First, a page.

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Chicken is a highly versatile and delicious meat which lends itself well to a variety of preparations and flavors. It is a part of the cuisine of almost every nation, thanks to ease of raising the birds and preparing their meat. When preparing it, however, the myriad of preparation options can sometimes be overwhelming.
To begin with, decide what part of the chicken you would like to prepare. A whole bird, for example, could be roasted in the oven. After removing all the meat, the bones could be used to make a soup stock. The breasts tend to have the most tender, juicy meat, and can be prepared in a number of ways. If you prefer dark meat, you may want to prepare the legs or wings.
White meat is centered around the breast and other areas of the chicken which are not in heavy physical use during the bird’s lifetime. The wings and legs, on the other hand, contain dark muscle meat. The flavor of dark meat is unpleasant to some consumers, who prefer the lighter, juicier white meat. Dark meat can be quite delicious, however, especially when well flavored and stewed.
The easiest way to prepare chicken is roasting. It can be roasted whole or in parts in an oven heated to 350° Fahrenheit (176° Celsius). If the meat is rubbed with oil and spices and periodically basted through the roasting process, it will be flavorful, juicy, and tender. The meat is done when the juices that flow from it are clear, which can take an hour for a whole bird.
Roast chicken can also be stuffed. The body cavity of a whole bird can be stuffed, or you can make slits in the breasts or thighs and stuff them individually. In addition to traditional stuffing, you can try roasting the meat stuffed with goat cheese, or other creative stuffing options. Try making a variety of sauces to serve along with the dish, as well.
This poultry can also be prepared in a pan as a sauté. To sauté chicken, start by searing the meat on both sides in a hot oiled pan. Turn down the temperature and cook the meat through, adding flavor as desired or pouring sauce over the meat before you serve it. Some saute pans can also be used under the oven broiler, in a preparation similar to roasting.
A popular preparation is frying. The bird can be fried whole in large pots, but fried chicken tends to consist of pieces that are breaded and fried. To reduce oiliness, fry it in peanut oil and drain it well before serving.
Older poultry can be stewed, which is a slower cooking method resulting in tender flesh. To stew the meat, start by loosely chopping the bird and searing the pieces in the stew pot. Add vegetables and water and simmer covered for several hours, until the meat is falling off the bone. Stews can be eaten plain or served with noodles or rice.
Chicken appears cut up and cooked in a number of dishes. It can be included in Indian curries, Chinese stir fries, or Mexican foods such as burritos or tacos. Spice mixes to flavor ethnic foods are available in most grocery stores, and are an easy and fast way to make a delicious meal.
The options for preparing chicken are widely varied. More health conscious consumers might prefer roasting, which renders the fat out and results in a lighter meal. This bird also plays a role in ethnic cuisine from all over the world, and could be used at dinners celebrating Southern American to African food, and everything in between. When serving chicken, be conscious about how cooked the meat is. Juices should run clear and the meat should not be pink at all. It is recommended that the meat should reach an internal temperature of 165° F (74° C) for safety. After service, wrap up leftovers and refrigerate them immediately.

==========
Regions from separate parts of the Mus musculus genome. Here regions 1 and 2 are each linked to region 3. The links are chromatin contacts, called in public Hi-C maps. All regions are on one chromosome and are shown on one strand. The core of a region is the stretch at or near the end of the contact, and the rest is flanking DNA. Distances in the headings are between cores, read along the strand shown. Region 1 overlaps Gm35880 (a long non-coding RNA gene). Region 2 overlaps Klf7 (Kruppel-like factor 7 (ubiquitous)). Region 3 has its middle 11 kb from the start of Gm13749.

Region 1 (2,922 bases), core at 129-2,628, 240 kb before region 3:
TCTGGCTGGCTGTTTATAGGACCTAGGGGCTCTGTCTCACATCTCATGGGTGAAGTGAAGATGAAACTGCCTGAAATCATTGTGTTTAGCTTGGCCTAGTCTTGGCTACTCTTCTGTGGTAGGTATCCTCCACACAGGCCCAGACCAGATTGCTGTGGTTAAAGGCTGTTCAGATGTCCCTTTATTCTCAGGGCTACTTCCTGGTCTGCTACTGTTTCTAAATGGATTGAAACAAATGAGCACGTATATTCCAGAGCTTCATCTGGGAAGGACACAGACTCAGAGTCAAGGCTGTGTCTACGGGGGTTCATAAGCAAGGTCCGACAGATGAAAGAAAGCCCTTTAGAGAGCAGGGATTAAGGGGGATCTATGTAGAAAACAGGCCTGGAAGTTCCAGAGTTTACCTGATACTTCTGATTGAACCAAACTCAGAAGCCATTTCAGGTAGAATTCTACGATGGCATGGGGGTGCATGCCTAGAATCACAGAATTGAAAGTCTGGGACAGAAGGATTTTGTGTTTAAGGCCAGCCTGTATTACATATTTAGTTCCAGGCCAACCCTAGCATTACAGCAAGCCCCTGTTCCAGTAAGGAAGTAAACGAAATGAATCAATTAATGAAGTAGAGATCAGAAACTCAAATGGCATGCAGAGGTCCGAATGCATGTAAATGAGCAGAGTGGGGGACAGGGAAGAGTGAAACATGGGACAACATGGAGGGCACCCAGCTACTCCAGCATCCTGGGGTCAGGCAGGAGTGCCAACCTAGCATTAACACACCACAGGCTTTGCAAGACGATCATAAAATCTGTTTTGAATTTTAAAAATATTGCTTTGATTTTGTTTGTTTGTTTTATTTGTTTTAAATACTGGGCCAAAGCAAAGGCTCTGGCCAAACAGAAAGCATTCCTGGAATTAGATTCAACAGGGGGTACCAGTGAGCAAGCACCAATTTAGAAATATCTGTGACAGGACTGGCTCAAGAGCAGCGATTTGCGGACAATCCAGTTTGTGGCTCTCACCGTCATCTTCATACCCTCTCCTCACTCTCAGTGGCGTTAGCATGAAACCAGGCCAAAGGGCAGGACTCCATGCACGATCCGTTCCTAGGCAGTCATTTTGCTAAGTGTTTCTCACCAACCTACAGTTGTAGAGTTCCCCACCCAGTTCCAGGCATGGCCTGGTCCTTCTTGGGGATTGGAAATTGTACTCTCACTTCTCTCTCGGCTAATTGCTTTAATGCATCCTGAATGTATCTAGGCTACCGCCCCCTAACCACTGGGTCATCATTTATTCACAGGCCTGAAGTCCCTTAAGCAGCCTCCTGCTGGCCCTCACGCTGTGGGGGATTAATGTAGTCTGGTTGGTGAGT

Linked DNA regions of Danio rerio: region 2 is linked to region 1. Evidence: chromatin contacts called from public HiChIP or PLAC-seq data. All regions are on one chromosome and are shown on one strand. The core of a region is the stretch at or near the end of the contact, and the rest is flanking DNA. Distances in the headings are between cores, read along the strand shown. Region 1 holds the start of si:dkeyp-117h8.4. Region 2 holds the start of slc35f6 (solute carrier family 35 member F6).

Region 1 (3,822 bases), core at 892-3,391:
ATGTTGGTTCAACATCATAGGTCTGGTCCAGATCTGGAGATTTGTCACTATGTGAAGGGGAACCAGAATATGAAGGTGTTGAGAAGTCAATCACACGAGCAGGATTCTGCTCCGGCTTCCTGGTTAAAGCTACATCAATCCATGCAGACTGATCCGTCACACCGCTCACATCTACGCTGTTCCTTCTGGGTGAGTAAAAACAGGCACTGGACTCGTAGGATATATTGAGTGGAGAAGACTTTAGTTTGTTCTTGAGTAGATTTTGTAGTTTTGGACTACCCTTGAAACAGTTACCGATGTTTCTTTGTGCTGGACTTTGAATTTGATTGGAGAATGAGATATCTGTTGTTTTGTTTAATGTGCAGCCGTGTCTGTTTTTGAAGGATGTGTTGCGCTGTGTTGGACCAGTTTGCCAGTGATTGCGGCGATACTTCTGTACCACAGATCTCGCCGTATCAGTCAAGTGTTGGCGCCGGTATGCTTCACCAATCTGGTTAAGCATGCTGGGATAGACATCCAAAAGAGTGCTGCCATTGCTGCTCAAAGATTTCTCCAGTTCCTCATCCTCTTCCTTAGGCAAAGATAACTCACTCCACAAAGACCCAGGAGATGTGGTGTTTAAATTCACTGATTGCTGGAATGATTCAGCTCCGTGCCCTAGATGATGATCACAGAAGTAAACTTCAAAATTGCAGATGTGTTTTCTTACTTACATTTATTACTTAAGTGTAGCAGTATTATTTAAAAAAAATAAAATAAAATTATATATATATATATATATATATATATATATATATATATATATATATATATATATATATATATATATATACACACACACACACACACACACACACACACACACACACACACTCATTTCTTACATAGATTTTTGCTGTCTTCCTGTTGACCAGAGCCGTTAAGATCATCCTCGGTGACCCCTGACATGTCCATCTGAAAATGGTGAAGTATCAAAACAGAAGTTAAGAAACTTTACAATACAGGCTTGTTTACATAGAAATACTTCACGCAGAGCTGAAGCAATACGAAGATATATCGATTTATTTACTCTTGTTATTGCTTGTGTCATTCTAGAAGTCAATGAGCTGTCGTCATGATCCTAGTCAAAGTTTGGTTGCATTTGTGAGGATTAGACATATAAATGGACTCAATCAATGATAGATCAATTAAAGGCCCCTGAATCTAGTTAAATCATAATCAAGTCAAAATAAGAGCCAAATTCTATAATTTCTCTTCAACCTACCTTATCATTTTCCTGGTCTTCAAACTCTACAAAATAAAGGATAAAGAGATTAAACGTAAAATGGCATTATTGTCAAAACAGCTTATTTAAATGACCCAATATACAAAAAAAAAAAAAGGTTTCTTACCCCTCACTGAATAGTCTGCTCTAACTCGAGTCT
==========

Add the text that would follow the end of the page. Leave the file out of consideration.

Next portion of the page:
I have a technique that I use when I make my favorite Asian dishes that call for sliced chicken.
When the recipe calls for white meat chicken, I will wash and trim a couple of breasts and put them flat on a plate, placing them in the freezer for half an hour. Once firmed, I slice the chicken very thin across the grain and place in a bowl.
I add a few tablespoons of oil and a couple of tablespoons of cornstarch (you can also add red pepper flakes or other seasonings to the cornstarch). I stir this together with a rubber spatula until evenly coated and sauté in a hot pan until golden on the edges. I set the
chicken aside until I am ready to mix it into my Pad Thai or stir-fry.
When the recipe calls for dark meat, I firm chicken thighs in the freezer. I slice these perpendicular to the grain as well. For dark meat, I prefer to slice the chicken a little thicker. I skip the cornstarch and just sauté in hot oil and spices. After I thoroughly cook the chicken, I will add my teriyaki sauce or Korean Barbecue sauce.
One of my favorite ways to cook chicken is to cut a whole bird into two Statler breasts.
To trim a Statler breast lay a whole chicken flat on its back. Fillet the breast from the breastbone while leaving the skin and the wing attached to the fillet. Cut the wing off just above the drumette and leave the skin attached.
I trim the drumsticks, thighs and backstraps off the bird for use another time and use the trimmed carcass for making stock.
Once I have my Statler breasts I rub them with seasonings and pan sear n hot oil (skin side down). Once I sauté the skin to a crisp, I finish the chicken in the oven with a
couple tablespoons of stock and butter. I slice and serve; topped with my favorite sauce, or poached pears and syrup.
To change things up a little I will slice a pocket in the breast on the breastbone side and stuff with breading, vegetables, or cheeses. My favorite is chevre, chopped spinach, and sliced portabellas.
When you have leftover chicken, use it to make a casserole, such as tetrazzini. You can make a healthy, low calorie dish by using low fat milk and broth. I also like to saute some leeks with the mushrooms.
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